Over the past 30 days, we’ve reported that Ford had finally set production dates for the delayed 2021 Ford Escape PHEV and 2021 Lincoln Corsair PHEV. Now, Ford Authority has learned that The Blue Oval has once again pushed back production of the two plug-in hybrid models, albeit by a single day.
Production of the 2021 Ford Escape PHEV and 2021 Lincoln Corsair PHEV models, both of which ride on the same Ford C2 platform, is currently set for April 6th, 2021 at the Ford Louisville Assembly plant – one day later than Ford previously planned. The regular (non-PHEV) 2021 Ford Escape and Lincoln Corsair models entered production on January 4th, 2021 but production was subsequently shut down due to a COVID-19 related semiconductor shortage that is currently affecting several automakers, including Ford. Given the current circumstances, it is important to keep in mind that this revised date is also subject to change.
This latest production-related change comes after a fraught several months for the Ford Escape PHEV and Lincoln Corsair Grand Touring. Both of the plugin models, revealed back in 2019, were originally slated to be available at U.S. dealers by now. In fact, FoMoCo previously confirmed to Ford Authority that the Corsair Grand Touring would launch in 2020, which obviously didn’t happen. One month later, we reported that the model variant would enter production in November 2020 – an occasion that marked the third delay for the model.
The 2021 Ford Escape was supposed to represent the second model year for the PHEV variant, but early examples of its European version – sold as the Ford Kuga PHEV – caught fire. And although the issues affected a relatively small amount of vehicles, Ford was nevertheless forced to make sure the problems wouldn’t affect its American-market counterpart, which is set to use the same exact powertrain. Thus, production got punted further down the road to January 2021.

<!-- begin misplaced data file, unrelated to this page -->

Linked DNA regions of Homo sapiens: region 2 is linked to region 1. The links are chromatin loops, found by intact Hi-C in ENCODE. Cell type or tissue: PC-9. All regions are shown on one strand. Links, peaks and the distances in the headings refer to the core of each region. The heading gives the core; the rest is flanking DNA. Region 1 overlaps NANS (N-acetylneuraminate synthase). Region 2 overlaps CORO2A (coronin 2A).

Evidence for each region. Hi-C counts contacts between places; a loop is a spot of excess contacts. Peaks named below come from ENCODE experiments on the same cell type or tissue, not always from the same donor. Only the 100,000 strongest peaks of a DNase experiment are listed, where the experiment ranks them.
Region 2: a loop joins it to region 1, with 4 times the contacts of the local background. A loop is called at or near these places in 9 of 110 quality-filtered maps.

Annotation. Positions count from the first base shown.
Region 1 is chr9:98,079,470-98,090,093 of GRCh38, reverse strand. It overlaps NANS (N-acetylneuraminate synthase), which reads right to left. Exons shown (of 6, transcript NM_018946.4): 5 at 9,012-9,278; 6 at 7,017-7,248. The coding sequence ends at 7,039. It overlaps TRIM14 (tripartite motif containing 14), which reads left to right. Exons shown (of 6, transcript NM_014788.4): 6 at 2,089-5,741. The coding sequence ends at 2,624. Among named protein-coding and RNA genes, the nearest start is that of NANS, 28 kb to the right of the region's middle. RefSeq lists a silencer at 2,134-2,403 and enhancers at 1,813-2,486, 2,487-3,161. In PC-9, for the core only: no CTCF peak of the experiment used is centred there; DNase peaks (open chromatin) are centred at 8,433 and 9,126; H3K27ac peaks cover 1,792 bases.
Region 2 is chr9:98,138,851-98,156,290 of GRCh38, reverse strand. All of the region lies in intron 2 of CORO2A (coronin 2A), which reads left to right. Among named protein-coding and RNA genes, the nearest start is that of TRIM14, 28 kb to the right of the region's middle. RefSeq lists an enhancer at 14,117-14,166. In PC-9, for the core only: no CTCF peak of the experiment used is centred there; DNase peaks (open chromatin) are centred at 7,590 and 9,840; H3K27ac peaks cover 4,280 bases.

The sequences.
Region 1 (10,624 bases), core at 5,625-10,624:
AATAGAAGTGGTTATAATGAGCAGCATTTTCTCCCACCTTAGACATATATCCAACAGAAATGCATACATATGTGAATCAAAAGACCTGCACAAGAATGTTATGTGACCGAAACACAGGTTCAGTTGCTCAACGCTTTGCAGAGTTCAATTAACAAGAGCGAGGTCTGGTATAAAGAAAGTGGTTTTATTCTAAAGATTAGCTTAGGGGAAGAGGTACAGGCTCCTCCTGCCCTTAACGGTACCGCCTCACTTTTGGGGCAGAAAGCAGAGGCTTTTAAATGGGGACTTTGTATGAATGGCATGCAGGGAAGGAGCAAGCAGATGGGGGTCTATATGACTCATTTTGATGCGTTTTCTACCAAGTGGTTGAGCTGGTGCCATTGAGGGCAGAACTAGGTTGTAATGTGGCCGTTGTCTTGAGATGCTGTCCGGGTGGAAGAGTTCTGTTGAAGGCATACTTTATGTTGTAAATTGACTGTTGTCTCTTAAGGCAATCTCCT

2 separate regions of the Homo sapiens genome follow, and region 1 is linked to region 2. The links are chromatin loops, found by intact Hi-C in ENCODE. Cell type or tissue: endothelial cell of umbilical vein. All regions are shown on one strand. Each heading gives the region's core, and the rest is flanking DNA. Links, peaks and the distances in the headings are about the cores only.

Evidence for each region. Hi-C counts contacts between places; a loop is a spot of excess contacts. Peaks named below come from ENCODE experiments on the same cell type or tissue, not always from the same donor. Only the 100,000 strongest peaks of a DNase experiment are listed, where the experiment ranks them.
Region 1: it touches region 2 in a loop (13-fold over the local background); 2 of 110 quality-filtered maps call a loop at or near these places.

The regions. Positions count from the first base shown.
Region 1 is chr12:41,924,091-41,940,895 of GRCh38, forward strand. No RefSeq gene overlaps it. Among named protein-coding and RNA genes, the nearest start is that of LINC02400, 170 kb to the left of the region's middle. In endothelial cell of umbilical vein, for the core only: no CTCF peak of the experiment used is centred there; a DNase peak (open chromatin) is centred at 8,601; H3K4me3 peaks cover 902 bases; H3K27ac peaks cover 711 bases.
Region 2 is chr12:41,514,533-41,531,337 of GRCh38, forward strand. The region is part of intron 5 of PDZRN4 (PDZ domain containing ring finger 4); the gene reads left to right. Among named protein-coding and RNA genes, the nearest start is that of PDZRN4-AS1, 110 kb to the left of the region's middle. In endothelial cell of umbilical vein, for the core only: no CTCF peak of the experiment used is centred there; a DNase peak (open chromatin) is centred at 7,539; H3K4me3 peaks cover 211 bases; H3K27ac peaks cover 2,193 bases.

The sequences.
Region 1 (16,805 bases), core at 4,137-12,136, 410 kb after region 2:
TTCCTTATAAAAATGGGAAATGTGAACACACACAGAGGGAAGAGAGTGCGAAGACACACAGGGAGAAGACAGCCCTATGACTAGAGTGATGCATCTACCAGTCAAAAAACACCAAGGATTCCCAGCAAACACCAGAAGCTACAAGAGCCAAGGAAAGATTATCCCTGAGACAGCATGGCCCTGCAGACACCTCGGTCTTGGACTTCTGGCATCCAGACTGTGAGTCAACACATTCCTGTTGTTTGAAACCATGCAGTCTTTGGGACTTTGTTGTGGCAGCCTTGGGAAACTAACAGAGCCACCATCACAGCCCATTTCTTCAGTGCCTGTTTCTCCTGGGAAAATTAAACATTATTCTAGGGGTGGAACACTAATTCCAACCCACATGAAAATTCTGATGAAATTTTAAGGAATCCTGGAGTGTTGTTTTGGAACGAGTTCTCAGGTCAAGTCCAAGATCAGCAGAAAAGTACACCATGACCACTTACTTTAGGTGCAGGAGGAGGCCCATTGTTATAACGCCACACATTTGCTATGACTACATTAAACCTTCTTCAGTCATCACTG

Powering the 2021 Ford Escape PHEV is Ford’s 2.5L iVCT Atkinson-Cycle I-4. The gasoline-powered internal combustion powerplant is paired to a permanent magnet synchronous motor and a liquid-cooled, 14.4-kilowatt hour lithium-ion battery to produce a combined targeted output of 209 horsepower, which flows to the front wheels through an electronic continuously variable transmission (CVT). It carries an EPA-estimated gasoline-only range of 41 miles per gallon. Additionally, it can travel 37 miles on battery power alone. The Escape PHEV is available only with front-wheel drive.
By contrast, the Corsair Grand Touring (PHEV) boasts a slightly more powerful version of that powertrain, at a targeted 266 horsepower. Unlike its Ford-branded sibling, the Lincoln will be offered solely with an electric all-wheel drive system.
We’ll be back to report more on the 2021 Ford Escape PHEV and 2021 Lincoln Corsair Grand Touring as soon as we have it, so subscribe to Ford Authority for the latest Ford Escape news, Lincoln Corsair news, Lincoln news, and continuous Ford news coverage.